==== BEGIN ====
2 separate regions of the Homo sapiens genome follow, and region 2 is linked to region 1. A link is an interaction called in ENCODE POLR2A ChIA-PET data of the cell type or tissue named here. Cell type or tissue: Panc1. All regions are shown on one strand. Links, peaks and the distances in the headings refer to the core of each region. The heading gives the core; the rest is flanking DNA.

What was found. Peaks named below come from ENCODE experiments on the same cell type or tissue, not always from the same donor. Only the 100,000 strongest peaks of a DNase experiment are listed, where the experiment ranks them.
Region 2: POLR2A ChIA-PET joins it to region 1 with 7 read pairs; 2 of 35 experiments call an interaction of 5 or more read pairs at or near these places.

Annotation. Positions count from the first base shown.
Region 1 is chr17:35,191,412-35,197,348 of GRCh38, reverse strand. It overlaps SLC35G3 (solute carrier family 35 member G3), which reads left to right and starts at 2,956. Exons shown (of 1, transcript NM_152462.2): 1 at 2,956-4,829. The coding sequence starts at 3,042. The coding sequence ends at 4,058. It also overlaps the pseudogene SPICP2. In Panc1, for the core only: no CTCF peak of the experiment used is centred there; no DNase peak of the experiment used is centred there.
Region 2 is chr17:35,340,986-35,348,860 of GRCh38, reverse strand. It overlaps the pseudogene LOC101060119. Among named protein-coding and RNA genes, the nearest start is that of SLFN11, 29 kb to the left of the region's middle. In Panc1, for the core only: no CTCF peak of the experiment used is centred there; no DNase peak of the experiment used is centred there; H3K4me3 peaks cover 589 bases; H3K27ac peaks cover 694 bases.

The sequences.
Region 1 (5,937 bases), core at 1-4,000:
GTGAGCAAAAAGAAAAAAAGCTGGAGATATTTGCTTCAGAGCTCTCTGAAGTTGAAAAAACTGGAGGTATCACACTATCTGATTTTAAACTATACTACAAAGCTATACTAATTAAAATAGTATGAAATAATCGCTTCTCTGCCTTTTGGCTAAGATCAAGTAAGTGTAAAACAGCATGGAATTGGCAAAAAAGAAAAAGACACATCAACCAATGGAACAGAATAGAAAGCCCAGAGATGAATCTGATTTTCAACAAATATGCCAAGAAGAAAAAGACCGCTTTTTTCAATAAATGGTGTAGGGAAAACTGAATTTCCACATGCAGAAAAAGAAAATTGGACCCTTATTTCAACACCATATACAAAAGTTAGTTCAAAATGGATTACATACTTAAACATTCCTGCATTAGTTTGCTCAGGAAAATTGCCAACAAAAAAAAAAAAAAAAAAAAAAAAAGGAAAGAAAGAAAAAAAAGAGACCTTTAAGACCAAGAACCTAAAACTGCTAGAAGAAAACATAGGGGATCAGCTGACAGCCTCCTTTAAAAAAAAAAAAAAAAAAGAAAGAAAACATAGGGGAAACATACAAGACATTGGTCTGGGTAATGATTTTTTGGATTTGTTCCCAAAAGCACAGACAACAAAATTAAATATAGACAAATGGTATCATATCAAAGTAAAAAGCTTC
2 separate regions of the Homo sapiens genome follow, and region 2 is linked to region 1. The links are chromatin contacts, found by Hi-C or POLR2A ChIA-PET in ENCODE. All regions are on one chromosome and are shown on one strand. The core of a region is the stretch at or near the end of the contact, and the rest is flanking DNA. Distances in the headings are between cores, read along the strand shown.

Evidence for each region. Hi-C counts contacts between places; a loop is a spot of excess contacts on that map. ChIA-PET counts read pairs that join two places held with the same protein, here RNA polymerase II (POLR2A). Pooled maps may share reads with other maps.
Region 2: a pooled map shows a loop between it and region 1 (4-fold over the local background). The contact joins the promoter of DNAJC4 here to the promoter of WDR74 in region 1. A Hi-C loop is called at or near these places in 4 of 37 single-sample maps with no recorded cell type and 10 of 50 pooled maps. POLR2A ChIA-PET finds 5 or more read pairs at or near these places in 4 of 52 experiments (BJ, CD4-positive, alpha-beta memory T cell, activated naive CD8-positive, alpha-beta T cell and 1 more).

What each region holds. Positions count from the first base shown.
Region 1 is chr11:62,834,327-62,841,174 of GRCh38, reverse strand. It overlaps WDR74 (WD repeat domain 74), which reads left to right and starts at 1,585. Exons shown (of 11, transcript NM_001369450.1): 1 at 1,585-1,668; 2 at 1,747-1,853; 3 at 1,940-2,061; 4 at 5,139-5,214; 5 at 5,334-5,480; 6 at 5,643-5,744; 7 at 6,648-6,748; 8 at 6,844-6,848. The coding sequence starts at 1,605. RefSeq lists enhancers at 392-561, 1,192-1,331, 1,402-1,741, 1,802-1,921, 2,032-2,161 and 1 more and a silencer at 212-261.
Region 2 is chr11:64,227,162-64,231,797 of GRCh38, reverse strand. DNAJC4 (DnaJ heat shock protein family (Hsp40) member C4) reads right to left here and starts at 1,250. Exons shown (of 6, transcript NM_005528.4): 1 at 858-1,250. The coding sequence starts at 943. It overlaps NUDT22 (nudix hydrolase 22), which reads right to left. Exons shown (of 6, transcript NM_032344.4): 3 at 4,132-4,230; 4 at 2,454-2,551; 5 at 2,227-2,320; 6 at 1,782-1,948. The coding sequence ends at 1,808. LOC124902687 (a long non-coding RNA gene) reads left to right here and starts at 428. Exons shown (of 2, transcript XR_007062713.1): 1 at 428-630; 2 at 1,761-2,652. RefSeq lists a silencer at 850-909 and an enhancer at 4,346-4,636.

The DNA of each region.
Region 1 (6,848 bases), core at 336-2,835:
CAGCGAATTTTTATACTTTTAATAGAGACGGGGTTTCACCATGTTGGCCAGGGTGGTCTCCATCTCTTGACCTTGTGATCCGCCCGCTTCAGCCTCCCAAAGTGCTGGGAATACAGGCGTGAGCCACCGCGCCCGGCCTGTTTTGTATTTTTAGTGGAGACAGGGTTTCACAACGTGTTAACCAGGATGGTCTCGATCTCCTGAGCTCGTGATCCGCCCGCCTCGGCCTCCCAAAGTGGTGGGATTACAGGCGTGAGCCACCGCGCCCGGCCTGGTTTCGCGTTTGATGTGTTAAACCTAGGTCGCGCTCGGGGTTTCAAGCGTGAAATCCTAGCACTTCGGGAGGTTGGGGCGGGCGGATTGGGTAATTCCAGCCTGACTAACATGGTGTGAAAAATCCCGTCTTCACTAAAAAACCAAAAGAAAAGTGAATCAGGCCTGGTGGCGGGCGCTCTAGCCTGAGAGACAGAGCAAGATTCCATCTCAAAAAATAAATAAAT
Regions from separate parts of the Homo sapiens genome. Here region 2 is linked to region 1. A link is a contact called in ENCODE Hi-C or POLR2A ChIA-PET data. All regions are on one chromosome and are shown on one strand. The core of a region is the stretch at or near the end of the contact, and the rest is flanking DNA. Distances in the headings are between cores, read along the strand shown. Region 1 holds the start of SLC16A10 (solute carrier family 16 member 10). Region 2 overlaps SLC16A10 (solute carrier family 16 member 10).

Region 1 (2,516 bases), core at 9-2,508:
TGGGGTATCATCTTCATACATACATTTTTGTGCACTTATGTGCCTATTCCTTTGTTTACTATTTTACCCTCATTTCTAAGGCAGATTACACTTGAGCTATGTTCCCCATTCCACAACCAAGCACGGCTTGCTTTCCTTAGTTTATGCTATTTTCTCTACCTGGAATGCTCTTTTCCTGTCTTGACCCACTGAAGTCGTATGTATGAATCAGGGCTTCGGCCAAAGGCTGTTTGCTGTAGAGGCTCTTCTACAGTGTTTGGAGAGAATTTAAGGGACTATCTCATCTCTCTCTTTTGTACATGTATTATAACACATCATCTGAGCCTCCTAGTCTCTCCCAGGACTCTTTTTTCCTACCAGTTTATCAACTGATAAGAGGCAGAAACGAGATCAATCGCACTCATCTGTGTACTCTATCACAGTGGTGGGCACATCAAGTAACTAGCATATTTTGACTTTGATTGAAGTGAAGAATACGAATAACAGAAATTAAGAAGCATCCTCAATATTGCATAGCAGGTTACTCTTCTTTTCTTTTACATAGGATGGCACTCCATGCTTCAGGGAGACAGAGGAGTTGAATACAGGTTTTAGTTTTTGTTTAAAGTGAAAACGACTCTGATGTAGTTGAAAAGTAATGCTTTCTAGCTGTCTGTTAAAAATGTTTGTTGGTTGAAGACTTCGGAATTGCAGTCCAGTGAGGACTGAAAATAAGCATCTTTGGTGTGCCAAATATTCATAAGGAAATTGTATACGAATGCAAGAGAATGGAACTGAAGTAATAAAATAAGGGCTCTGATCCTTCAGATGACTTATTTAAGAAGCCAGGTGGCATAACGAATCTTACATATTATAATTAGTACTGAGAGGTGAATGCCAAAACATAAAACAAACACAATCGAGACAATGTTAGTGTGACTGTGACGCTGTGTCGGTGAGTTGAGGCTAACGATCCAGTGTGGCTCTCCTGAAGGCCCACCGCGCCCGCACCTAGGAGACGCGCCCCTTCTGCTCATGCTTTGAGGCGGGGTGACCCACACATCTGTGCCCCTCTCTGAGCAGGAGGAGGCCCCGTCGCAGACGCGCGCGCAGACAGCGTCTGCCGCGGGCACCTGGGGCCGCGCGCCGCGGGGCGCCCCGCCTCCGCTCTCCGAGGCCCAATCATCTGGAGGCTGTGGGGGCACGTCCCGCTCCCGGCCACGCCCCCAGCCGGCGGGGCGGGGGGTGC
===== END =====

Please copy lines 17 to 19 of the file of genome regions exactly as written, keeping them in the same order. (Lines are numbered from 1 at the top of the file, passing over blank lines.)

Region 1 (6,848 bases), core at 336-2,835:
CAGCGAATTTTTATACTTTTAATAGAGACGGGGTTTCACCATGTTGGCCAGGGTGGTCTCCATCTCTTGACCTTGTGATCCGCCCGCTTCAGCCTCCCAAAGTGCTGGGAATACAGGCGTGAGCCACCGCGCCCGGCCTGTTTTGTATTTTTAGTGGAGACAGGGTTTCACAACGTGTTAACCAGGATGGTCTCGATCTCCTGAGCTCGTGATCCGCCCGCCTCGGCCTCCCAAAGTGGTGGGATTACAGGCGTGAGCCACCGCGCCCGGCCTGGTTTCGCGTTTGATGTGTTAAACCTAGGTCGCGCTCGGGGTTTCAAGCGTGAAATCCTAGCACTTCGGGAGGTTGGGGCGGGCGGATTGGGTAATTCCAGCCTGACTAACATGGTGTGAAAAATCCCGTCTTCACTAAAAAACCAAAAGAAAAGTGAATCAGGCCTGGTGGCGGGCGCTCTAGCCTGAGAGACAGAGCAAGATTCCATCTCAAAAAATAAATAAAT
Regions from separate parts of the Homo sapiens genome. Here region 2 is linked to region 1. A link is a contact called in ENCODE Hi-C or POLR2A ChIA-PET data. All regions are on one chromosome and are shown on one strand. The core of a region is the stretch at or near the end of the contact, and the rest is flanking DNA. Distances in the headings are between cores, read along the strand shown. Region 1 holds the start of SLC16A10 (solute carrier family 16 member 10). Region 2 overlaps SLC16A10 (solute carrier family 16 member 10).